One of the issues I had with Drupal when I first started working on it was how to handle the one-off pages or sections of a site that didn’t fit into something like a Node. Nodes work for repeated pieces of content that will share the same structure, but as soon as we have complicated, one-off pages or sections, we start to need something more.

While working as a junior web developer, I spent most of my time with WordPress developing several WordPress websites for my clients. I enjoyed developing custom themes and addressing my client's requirements with all the cool plugins available for WordPress. Now that I have been working for a shop that focuses on Drupal, I have had to wrap my head around the differences between the two platforms. There are substantial conceptual differences between the two CMSs and I would like to share my experience working with Drupal.

Over 8 months after release and my first D8 site under my belt I can now say I am excited for the future of working with Drupal’s freshest release. That being said at this stage in the game the decision to go with D8 should approached with caution. It does what it does well but many of those shiny contrib modules you’re used to using just aren’t there yet. Unless your team and client are willing to spend the time and money needed to develop or port the missing functionality it might not be a fit for that particular project.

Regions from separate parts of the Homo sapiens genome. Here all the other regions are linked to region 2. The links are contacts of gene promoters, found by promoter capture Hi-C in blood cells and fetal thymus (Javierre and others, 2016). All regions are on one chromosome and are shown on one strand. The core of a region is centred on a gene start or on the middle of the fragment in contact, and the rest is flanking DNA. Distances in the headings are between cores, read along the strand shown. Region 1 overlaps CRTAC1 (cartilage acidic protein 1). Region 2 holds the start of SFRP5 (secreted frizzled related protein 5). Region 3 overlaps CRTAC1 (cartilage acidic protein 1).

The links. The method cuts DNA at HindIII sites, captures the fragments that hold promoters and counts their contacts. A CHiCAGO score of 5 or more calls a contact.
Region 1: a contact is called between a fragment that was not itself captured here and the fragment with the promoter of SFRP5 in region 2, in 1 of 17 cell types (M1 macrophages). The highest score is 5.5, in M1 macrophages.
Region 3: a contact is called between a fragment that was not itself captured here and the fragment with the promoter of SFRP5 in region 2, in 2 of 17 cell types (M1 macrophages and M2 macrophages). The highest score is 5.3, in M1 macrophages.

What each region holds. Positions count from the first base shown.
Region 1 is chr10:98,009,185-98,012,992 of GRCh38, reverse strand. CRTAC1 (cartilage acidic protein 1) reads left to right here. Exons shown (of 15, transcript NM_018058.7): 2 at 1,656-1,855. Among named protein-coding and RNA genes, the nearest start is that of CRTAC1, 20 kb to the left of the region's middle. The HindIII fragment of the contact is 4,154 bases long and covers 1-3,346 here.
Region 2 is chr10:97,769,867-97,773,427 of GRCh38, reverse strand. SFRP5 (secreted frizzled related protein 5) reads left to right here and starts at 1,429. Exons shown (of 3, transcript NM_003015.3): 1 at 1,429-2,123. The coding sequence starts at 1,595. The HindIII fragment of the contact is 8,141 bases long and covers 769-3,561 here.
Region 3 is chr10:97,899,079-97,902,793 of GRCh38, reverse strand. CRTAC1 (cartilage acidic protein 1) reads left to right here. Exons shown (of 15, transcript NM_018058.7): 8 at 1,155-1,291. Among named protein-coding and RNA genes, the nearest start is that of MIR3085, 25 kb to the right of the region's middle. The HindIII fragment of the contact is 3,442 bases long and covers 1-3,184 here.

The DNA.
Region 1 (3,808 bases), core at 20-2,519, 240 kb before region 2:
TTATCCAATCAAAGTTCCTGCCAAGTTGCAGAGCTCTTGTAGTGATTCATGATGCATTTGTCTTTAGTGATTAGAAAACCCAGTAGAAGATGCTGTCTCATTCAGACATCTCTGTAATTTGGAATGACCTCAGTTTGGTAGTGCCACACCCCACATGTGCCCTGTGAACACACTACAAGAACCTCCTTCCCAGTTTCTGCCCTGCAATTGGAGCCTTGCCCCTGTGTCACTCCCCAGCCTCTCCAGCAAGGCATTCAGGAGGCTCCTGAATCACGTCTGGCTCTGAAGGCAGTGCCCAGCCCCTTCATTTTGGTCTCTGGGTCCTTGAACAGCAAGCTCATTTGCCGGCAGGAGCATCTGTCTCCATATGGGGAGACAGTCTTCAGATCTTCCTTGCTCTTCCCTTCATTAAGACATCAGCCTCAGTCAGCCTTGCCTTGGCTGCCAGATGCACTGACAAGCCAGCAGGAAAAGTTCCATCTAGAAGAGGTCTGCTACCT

Grunt and Bower are great command line tools for automating tedious front-end workflow tasks, and quickly adding libraries to a project. With Grunt we can define a series of tasks such as concatenating files, compressing images, running scripts, and so on. Bower is self-described as a “package manager for the web”. It provides an easy way to install a wide variety of libraries into a project, from twitter bootstrap, jQuery, font-awesome, and even your own personal repositories.

Check Your PHP Version

Andre — December 17th ’13

Making sure your Drupal is up to date is a good start but often people forget about keeping PHP up to date. PHP 5.3 has reached end of life and will no longer have any more security updates in July 2014. It is important to make sure your site is running on a supported version. Please note, it is also important to make sure all your server's other software are up to date (i.e.